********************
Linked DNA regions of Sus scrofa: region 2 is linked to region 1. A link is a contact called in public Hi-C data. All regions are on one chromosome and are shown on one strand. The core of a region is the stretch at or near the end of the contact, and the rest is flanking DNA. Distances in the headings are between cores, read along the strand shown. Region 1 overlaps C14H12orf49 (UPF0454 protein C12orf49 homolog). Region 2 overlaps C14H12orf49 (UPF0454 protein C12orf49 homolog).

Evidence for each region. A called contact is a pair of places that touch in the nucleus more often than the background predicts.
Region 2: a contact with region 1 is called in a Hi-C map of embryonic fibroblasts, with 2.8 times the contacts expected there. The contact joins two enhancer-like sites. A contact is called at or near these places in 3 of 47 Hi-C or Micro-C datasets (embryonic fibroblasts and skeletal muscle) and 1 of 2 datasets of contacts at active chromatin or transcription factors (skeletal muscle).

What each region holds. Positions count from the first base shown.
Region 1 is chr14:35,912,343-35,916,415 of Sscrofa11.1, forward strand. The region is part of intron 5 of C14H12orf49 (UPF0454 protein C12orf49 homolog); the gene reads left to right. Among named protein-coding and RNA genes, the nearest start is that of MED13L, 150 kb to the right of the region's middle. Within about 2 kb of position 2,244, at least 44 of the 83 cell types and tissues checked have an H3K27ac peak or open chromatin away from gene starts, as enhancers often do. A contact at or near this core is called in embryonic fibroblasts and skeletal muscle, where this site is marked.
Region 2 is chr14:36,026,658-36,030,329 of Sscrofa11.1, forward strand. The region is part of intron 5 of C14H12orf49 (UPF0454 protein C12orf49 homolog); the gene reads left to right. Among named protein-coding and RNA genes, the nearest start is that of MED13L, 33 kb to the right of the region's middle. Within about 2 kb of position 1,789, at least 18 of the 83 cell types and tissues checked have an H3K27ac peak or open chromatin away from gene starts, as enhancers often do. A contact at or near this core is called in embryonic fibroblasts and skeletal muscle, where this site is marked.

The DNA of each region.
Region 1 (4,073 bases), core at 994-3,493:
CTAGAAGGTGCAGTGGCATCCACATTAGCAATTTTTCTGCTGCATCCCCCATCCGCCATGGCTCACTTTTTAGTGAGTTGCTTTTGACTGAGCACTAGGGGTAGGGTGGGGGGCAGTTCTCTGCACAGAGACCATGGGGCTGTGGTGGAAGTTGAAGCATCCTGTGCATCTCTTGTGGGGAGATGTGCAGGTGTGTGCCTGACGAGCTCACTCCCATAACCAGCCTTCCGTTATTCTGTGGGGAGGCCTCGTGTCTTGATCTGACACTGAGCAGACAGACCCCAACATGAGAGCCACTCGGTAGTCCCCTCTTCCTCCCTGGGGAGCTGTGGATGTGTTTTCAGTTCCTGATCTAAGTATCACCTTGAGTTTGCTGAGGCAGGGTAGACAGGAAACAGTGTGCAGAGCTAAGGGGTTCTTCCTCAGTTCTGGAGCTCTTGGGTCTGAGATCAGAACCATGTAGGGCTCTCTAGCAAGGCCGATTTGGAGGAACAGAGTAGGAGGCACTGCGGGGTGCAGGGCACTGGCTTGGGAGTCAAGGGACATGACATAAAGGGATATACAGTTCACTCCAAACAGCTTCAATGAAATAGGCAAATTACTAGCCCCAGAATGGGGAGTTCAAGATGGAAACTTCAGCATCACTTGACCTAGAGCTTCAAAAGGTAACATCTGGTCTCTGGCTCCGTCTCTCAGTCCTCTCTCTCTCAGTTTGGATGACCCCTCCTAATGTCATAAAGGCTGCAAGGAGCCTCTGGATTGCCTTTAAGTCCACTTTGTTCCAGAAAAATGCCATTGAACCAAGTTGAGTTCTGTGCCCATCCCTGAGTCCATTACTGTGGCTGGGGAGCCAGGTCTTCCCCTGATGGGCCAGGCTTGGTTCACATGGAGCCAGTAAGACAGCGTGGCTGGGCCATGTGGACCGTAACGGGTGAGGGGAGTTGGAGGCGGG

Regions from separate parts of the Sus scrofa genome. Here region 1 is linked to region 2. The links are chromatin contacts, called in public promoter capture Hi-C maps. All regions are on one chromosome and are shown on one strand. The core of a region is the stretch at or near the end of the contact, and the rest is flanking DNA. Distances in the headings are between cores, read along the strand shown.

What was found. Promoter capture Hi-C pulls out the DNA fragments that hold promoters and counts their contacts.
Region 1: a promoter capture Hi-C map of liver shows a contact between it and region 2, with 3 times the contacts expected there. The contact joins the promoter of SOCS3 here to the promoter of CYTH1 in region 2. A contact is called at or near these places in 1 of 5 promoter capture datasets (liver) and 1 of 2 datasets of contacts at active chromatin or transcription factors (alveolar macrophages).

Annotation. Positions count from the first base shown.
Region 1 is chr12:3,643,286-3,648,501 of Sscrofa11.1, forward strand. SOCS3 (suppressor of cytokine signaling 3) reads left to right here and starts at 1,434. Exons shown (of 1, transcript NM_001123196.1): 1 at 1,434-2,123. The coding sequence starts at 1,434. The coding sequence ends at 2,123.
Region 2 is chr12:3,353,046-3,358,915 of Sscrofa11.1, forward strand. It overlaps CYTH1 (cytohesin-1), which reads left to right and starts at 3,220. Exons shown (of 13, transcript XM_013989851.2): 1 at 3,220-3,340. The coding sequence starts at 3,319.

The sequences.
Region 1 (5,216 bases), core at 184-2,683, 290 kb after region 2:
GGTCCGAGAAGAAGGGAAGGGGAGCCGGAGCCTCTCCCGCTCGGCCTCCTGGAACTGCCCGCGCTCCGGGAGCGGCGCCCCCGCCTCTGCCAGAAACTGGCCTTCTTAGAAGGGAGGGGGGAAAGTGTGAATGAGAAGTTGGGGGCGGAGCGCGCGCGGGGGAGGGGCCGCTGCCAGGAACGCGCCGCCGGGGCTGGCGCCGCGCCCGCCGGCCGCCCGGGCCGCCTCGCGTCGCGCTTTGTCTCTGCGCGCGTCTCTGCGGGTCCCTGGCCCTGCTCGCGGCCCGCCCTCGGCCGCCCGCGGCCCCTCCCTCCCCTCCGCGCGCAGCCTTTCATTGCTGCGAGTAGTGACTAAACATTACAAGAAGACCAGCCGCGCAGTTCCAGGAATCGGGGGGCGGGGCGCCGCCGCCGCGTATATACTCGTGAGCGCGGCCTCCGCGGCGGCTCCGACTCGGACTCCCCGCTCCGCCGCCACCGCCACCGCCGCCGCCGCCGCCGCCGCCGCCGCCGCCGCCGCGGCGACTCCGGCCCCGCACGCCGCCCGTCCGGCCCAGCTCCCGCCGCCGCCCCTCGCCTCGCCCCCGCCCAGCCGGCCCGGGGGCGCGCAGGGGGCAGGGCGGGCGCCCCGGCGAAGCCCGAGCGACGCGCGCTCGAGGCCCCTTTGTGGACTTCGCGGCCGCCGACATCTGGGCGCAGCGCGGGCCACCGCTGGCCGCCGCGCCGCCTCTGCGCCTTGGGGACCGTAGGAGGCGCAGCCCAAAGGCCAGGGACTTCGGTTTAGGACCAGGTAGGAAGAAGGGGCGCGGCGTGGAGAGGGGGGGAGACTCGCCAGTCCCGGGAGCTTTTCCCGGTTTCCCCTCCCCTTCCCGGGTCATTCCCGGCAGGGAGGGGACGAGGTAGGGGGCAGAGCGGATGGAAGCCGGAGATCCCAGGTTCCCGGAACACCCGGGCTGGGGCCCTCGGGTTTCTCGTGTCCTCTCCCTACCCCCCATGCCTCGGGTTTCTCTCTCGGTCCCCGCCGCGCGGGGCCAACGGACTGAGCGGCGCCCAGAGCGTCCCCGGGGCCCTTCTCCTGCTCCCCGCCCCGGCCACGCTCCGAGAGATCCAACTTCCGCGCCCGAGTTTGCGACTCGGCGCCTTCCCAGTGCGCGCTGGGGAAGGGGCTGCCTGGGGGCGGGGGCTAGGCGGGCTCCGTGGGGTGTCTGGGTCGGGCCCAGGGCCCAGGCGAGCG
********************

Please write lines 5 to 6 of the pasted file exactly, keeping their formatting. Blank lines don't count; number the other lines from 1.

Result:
Region 1 is chr14:35,912,343-35,916,415 of Sscrofa11.1, forward strand. The region is part of intron 5 of C14H12orf49 (UPF0454 protein C12orf49 homolog); the gene reads left to right. Among named protein-coding and RNA genes, the nearest start is that of MED13L, 150 kb to the right of the region's middle. Within about 2 kb of position 2,244, at least 44 of the 83 cell types and tissues checked have an H3K27ac peak or open chromatin away from gene starts, as enhancers often do. A contact at or near this core is called in embryonic fibroblasts and skeletal muscle, where this site is marked.
Region 2 is chr14:36,026,658-36,030,329 of Sscrofa11.1, forward strand. The region is part of intron 5 of C14H12orf49 (UPF0454 protein C12orf49 homolog); the gene reads left to right. Among named protein-coding and RNA genes, the nearest start is that of MED13L, 33 kb to the right of the region's middle. Within about 2 kb of position 1,789, at least 18 of the 83 cell types and tissues checked have an H3K27ac peak or open chromatin away from gene starts, as enhancers often do. A contact at or near this core is called in embryonic fibroblasts and skeletal muscle, where this site is marked.